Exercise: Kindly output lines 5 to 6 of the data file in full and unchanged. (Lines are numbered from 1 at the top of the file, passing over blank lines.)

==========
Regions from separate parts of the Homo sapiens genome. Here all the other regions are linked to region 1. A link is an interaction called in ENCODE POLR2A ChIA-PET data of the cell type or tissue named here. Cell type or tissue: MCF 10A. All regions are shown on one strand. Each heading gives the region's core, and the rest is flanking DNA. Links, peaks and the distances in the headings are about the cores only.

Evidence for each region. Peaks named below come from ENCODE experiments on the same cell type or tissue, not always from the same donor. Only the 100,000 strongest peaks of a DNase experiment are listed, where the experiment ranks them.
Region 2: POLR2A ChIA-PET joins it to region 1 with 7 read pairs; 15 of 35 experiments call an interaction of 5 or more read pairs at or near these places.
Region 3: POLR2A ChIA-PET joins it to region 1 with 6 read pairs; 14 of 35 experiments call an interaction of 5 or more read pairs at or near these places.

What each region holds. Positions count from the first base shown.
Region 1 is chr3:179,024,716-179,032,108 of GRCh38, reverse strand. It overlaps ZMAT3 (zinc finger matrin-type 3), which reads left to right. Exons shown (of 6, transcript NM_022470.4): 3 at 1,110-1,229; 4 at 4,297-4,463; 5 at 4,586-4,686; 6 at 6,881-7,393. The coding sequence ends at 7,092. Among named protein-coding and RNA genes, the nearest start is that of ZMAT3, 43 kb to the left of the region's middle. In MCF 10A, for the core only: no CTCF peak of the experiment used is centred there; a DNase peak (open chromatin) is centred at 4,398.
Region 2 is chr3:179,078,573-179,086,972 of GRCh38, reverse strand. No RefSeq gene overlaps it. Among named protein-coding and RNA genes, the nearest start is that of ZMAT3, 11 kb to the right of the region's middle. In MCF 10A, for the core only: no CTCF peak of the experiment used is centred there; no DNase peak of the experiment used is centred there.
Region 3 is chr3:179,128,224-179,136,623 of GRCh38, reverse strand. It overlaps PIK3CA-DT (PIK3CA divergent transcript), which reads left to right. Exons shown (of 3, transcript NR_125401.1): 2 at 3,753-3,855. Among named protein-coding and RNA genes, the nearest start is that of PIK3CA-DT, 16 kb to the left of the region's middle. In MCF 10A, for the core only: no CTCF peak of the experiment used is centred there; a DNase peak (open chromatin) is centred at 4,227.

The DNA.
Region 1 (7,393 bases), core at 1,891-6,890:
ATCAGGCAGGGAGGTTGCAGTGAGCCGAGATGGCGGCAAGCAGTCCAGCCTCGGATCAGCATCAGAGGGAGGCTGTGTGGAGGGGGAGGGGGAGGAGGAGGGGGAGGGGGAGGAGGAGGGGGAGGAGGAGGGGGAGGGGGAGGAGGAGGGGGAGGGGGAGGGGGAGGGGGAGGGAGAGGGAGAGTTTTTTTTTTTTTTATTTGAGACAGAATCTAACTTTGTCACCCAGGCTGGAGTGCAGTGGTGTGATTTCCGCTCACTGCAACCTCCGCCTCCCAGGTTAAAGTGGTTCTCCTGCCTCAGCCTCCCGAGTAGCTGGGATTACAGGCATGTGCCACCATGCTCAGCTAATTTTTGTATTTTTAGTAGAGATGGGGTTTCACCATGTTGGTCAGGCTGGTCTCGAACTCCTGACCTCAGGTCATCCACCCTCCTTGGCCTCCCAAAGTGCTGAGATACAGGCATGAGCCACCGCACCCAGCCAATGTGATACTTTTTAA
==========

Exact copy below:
What each region holds. Positions count from the first base shown.
Region 1 is chr3:179,024,716-179,032,108 of GRCh38, reverse strand. It overlaps ZMAT3 (zinc finger matrin-type 3), which reads left to right. Exons shown (of 6, transcript NM_022470.4): 3 at 1,110-1,229; 4 at 4,297-4,463; 5 at 4,586-4,686; 6 at 6,881-7,393. The coding sequence ends at 7,092. Among named protein-coding and RNA genes, the nearest start is that of ZMAT3, 43 kb to the left of the region's middle. In MCF 10A, for the core only: no CTCF peak of the experiment used is centred there; a DNase peak (open chromatin) is centred at 4,398.